In volume 2 I’ll do a few stories about returning Buddha to the 8-fold path…or at least trying to. But he’s still at the stage of ordinary consciousness where sex, drugs, rock & roll and violence have first claim on his sensibilities. I’ve already got ideas for a dozen new stories, some of which have been suggested by my 13-year-old heavy metal grandson (who shouldn’t even be reading Tales of the Buddha!).
Reaction has been unanimously favorable. However, I’m constantly looking behind me to see if some fundamental Christian is stalking me with a big knife, or a sincere Buddhist is about to pull a hunger strike on me.
My daughter loves it, my wife loves it, my friend’s 16-year-old daughter loves it…hopefully we’ll get more women reading comic books.
We love the Jon Haward art. Have you worked with him in the past? I hope he doesn’t mind me referencing Crumb or Martin. Both of your are filthy, by the way. And we don’t like it … we love it!
Jon Haward is a friend from way back, though we’ve only worked together a few times. We did a painted fantasy story for Frank Frazetta’s short-lived comic magazine, we created a character called “True Brit” (never published) and we did comedy stories like “Robin Head and the Outlaws of Sherweed Forest” for Northern Lightz’s successor, Wasted.
Unfortunately, Her Majesty’s Tax Inspectors closed us down last year, claiming we owed tens of thousands of pounds in unpaid taxes and fines. Weird, as we never made a profit. Maybe some of them were Christians or disgruntled Buddhists looking to get their own back.
Your Buddha literally travels the world and encounters all of the major religions. Like Buddhism itself, Buddha gets along with different ideologies and — dare I say it — gets along with most. While you are being silly with the guy, there is a truth to that sentiment for sure. Do you practice sitting yourself?
I practiced meditation daily for about 10 years. Then I got a flotation tank, which seemed to do the same job - emptying the mind, or alternately allowing one to focus intently - much more easily. The tank sprang a leak a few years ago, and shorted out all the electronics; the manufacturer had closed down, and there were no others in the UK., so I couldn’t get it fixed. I’ve read a hundred books on Buddhism, so I have an okay grounding in the philosophy. Nowadays, since I moved to a beautiful part of Scotland, I like to spend time sitting on hilltops or by rivers.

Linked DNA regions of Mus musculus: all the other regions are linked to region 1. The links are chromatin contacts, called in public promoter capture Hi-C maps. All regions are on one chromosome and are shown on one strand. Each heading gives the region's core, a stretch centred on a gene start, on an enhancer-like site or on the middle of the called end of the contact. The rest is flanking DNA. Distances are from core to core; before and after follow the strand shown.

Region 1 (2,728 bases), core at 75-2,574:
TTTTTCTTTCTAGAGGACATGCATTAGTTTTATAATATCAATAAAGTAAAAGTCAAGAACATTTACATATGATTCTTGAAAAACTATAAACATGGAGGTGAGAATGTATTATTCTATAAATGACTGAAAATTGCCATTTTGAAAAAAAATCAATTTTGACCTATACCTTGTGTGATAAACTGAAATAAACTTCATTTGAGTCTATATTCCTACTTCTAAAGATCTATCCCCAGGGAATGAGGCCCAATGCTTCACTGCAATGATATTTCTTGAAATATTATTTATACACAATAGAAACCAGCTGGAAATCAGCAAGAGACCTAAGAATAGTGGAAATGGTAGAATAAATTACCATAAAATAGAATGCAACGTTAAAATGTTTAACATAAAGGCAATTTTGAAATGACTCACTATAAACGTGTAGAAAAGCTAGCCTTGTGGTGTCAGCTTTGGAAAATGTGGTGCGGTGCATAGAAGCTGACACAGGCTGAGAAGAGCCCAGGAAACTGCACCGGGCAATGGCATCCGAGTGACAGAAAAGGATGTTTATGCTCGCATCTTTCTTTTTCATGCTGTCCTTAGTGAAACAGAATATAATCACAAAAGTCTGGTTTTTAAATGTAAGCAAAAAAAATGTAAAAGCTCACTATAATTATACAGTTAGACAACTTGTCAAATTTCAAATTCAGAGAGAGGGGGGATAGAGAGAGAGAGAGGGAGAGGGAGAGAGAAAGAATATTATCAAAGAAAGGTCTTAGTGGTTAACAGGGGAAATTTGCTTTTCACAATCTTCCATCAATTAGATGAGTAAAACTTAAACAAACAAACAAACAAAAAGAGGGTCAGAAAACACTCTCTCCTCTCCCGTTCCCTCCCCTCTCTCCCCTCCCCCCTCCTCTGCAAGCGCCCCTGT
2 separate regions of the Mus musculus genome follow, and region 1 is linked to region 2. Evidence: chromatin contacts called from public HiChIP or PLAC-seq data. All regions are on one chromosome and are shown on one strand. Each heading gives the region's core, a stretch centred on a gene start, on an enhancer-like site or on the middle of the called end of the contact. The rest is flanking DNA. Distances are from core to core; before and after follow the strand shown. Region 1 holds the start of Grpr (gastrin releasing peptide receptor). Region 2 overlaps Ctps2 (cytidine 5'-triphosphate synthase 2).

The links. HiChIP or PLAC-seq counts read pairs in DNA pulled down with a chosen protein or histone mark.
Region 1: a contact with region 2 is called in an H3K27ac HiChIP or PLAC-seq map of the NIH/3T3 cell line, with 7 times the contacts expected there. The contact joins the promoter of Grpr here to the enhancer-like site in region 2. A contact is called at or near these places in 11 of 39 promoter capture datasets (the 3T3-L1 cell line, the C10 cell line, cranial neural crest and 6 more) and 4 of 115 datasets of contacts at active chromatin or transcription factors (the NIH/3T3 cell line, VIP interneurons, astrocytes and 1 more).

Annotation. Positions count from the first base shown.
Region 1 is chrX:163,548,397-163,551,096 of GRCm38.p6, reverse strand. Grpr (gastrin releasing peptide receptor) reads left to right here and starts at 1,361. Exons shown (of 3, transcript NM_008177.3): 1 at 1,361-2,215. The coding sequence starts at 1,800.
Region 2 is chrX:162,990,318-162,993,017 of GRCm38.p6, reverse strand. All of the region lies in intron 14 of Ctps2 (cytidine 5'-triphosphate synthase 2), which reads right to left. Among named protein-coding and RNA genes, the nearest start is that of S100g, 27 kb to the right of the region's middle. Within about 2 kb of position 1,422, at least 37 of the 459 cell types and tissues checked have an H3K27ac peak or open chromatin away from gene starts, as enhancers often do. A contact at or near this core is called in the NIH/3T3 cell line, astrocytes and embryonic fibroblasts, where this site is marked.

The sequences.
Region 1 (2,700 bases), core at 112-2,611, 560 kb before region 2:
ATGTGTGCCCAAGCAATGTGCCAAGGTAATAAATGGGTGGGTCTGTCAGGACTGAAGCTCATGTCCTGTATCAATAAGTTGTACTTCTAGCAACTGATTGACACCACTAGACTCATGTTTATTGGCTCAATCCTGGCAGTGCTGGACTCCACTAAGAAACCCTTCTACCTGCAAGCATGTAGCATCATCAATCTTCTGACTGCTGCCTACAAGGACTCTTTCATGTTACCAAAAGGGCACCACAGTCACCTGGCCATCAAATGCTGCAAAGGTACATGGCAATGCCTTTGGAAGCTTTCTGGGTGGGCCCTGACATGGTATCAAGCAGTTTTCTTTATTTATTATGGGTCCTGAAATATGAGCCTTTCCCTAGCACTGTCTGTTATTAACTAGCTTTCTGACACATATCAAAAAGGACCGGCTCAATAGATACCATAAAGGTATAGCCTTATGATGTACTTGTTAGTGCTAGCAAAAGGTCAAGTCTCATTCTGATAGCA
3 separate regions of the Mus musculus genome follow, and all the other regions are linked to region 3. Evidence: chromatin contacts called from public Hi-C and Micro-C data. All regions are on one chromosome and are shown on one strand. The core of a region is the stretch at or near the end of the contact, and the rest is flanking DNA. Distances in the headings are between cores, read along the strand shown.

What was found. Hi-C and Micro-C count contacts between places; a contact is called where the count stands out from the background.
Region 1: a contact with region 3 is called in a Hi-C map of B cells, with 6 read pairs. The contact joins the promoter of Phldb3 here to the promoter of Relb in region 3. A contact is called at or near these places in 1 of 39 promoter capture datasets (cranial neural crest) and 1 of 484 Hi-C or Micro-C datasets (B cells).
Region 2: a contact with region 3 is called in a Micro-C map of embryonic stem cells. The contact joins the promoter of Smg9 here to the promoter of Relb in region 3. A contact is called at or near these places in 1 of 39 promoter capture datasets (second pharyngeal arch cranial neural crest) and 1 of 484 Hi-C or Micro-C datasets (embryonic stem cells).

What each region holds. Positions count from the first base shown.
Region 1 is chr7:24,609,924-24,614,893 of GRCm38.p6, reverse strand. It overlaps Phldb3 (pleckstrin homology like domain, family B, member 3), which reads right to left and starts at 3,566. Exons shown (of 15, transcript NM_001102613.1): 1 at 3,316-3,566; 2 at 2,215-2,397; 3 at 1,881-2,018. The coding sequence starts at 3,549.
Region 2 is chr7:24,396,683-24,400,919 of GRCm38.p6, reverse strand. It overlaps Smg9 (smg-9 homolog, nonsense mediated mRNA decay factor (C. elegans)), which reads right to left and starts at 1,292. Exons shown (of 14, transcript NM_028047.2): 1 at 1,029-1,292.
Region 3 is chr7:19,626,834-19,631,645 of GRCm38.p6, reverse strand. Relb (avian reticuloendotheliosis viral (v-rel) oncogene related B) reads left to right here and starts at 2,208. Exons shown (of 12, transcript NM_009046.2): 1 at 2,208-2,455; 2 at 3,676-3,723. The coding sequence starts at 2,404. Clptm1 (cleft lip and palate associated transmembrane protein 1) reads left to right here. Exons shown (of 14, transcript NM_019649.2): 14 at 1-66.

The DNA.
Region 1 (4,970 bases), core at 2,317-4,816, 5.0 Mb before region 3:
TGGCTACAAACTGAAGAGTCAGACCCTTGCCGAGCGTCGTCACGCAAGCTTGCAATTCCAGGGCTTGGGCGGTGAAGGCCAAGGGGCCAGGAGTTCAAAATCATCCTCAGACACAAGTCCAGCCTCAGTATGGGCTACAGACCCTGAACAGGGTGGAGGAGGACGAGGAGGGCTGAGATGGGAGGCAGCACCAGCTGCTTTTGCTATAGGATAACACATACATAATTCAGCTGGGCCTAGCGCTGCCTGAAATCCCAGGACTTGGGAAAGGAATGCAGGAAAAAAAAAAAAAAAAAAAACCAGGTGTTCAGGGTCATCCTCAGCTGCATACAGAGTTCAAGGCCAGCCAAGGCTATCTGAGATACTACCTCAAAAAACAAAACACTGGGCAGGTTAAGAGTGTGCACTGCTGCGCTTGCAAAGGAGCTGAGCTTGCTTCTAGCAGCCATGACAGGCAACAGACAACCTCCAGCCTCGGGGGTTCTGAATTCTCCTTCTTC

I’ve mediated in some of the most ancient places in Britain - Maes Howe on Orkney, the Ring of Brodgar, the Stenness Standing Stones etc. But I’m still an asshole.
What is it like working at a company like Renegade Arts & Entertainment, a relative newcomer to the industry? The comic market is growing, and Renegade is assuredly pushing digital sales. Do you have any opinion on the digital comic market?
Alexander, who runs Renegade, is a good friend. So working for Renegade is very relaxed and easy, compared with some other publishers.
I wasn’t actually a fan of digital comics until my wife downloaded the Buddha book and showed me it on her big iMac screen. It was so beautiful to look at…I’m a big convert now.
I’m working on more Judge Dredd stories at the moment, as well as some Judge Anderson (Dredd’s psychic colleague). There’s a new Dredd movie coming out in September. I’ve just finished a project for a government Social Services department, creating a comic book starring a (real) autistic teenager who lives near Edinburgh. Look out for “Scott vs. Zombies” where Scotland’s capital comes under attack from the Undead. I’m also working with Jon Haward on a new fantasy series, which will be presented as a weekly web comic. And I’m working with my writer/artist daughter - who’s just had her first children’s book published - on some stories I wrote for her 30 years ago, when she was still in kindergarten.
Wow! That’s a ton. We’ll get back at you to talk Dredd, that’s going to be a great one. Thanks so much, Alan. It’s an honor to chat with you!